Using config files for SSH


In today’s installment of things you already know, unless you don’t, I’m talking about config files for SSH. I did a video call with a client recently who didn’t know these existed, and it made his day.

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Rather than remembering which usernames, key files, ports, and hostnames you need for each machine, you can stash them in an SSH config file. Remote orchestration tools like Ansible can also use hosts defined in this, making managing fleets of servers infinitely easier.

For example, let’s pretend I’m connecting to a server with this line. I’m connecting on port 3222, and I’m using a specific SSH key:

$ ssh -p 3222 -i ~/.ssh/key chitanda@server.tld

We can create an ~/.ssh/config file to retain this information, with appropriate permissions to hide it from other users:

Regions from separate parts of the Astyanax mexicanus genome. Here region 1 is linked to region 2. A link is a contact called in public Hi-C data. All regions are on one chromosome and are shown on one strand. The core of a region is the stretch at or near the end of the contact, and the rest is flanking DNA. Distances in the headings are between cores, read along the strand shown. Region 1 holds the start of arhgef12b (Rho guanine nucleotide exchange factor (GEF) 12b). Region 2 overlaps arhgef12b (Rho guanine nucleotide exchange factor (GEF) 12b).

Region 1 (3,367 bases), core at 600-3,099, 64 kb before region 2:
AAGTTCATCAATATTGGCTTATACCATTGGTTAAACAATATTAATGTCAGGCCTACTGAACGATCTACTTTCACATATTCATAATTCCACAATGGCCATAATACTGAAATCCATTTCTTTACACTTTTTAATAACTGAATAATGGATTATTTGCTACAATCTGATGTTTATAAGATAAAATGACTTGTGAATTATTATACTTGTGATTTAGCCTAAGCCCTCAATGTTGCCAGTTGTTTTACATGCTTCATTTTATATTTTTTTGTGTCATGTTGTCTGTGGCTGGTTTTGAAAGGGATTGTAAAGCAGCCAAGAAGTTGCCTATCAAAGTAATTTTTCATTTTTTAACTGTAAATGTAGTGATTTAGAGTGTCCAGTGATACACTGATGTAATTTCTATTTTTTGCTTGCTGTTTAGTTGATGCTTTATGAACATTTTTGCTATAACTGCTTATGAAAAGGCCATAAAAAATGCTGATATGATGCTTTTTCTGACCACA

$ touch ~/.ssh/config
$ chmod 600 ~/.ssh/config

Then add a server config to this file:

Host server.tld
    User chitanda
    Port 3222
    IdentityFile ~/.ssh/key
    [other settings]

Now you can SSH in with just the hostname. I tend to enable verbosity on first connection to make sure I’ve configured everything correctly:

$ ssh -vvv server.tld

This takes fewer keystrokes, reduces the chance for error, helps you to remember details, leaks less information in things like command histories, and is even portable across machines.

I originally wrote that as potable, but even as a byte stream you wouldn’t want to drink it. It’d probably be tedious unwrapping each packet to drink anyway.

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Ruben Schade is a technical writer and infrastructure architect in Sydney, Australia who refers to himself in the third person. Hi!

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